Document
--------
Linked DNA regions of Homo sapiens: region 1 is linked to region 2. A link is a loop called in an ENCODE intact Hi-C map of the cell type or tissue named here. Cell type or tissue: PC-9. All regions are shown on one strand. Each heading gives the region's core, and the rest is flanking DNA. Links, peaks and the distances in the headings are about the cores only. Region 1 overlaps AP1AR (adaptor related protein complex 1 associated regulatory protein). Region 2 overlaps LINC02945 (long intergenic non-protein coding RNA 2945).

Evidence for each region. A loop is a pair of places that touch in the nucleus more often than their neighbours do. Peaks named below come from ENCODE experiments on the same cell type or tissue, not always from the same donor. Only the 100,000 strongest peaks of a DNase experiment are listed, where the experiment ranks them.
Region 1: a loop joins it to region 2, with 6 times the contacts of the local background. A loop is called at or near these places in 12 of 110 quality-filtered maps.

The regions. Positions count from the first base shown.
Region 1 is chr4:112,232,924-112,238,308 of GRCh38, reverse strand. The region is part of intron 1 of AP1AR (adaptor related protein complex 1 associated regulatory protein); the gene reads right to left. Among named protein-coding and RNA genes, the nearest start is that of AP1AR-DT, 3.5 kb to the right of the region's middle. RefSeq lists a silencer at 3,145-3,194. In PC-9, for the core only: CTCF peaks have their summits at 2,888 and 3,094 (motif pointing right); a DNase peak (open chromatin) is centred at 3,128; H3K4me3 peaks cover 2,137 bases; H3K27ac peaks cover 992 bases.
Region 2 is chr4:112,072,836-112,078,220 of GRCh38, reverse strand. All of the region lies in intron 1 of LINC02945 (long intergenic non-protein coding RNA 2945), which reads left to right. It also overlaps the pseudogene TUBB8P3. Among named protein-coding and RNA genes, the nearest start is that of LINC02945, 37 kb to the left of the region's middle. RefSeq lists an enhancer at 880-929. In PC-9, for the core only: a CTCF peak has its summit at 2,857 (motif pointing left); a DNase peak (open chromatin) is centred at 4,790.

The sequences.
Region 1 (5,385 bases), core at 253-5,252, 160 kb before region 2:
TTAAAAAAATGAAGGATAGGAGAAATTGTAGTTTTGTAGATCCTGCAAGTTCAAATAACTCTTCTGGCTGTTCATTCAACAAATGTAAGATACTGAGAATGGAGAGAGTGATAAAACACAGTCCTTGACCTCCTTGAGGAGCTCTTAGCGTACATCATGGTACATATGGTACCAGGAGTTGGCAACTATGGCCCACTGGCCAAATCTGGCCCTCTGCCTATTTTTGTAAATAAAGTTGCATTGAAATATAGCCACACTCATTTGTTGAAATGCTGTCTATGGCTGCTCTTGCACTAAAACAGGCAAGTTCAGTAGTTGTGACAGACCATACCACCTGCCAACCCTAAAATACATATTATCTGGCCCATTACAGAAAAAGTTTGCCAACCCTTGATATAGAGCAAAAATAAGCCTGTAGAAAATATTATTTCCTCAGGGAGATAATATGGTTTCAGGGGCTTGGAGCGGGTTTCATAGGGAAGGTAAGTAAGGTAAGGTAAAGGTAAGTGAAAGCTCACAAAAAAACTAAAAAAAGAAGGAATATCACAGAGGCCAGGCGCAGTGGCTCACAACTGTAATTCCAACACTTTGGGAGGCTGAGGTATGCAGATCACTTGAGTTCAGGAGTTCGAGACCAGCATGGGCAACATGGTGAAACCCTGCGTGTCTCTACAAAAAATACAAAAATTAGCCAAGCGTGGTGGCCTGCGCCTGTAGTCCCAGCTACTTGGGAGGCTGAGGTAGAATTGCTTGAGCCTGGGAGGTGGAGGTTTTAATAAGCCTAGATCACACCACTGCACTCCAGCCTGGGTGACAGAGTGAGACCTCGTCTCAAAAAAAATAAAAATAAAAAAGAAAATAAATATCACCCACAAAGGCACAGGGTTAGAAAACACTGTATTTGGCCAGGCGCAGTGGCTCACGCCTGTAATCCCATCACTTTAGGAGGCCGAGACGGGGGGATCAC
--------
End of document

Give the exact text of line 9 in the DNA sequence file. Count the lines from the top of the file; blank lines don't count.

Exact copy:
TTAAAAAAATGAAGGATAGGAGAAATTGTAGTTTTGTAGATCCTGCAAGTTCAAATAACTCTTCTGGCTGTTCATTCAACAAATGTAAGATACTGAGAATGGAGAGAGTGATAAAACACAGTCCTTGACCTCCTTGAGGAGCTCTTAGCGTACATCATGGTACATATGGTACCAGGAGTTGGCAACTATGGCCCACTGGCCAAATCTGGCCCTCTGCCTATTTTTGTAAATAAAGTTGCATTGAAATATAGCCACACTCATTTGTTGAAATGCTGTCTATGGCTGCTCTTGCACTAAAACAGGCAAGTTCAGTAGTTGTGACAGACCATACCACCTGCCAACCCTAAAATACATATTATCTGGCCCATTACAGAAAAAGTTTGCCAACCCTTGATATAGAGCAAAAATAAGCCTGTAGAAAATATTATTTCCTCAGGGAGATAATATGGTTTCAGGGGCTTGGAGCGGGTTTCATAGGGAAGGTAAGTAAGGTAAGGTAAAGGTAAGTGAAAGCTCACAAAAAAACTAAAAAAAGAAGGAATATCACAGAGGCCAGGCGCAGTGGCTCACAACTGTAATTCCAACACTTTGGGAGGCTGAGGTATGCAGATCACTTGAGTTCAGGAGTTCGAGACCAGCATGGGCAACATGGTGAAACCCTGCGTGTCTCTACAAAAAATACAAAAATTAGCCAAGCGTGGTGGCCTGCGCCTGTAGTCCCAGCTACTTGGGAGGCTGAGGTAGAATTGCTTGAGCCTGGGAGGTGGAGGTTTTAATAAGCCTAGATCACACCACTGCACTCCAGCCTGGGTGACAGAGTGAGACCTCGTCTCAAAAAAAATAAAAATAAAAAAGAAAATAAATATCACCCACAAAGGCACAGGGTTAGAAAACACTGTATTTGGCCAGGCGCAGTGGCTCACGCCTGTAATCCCATCACTTTAGGAGGCCGAGACGGGGGGATCAC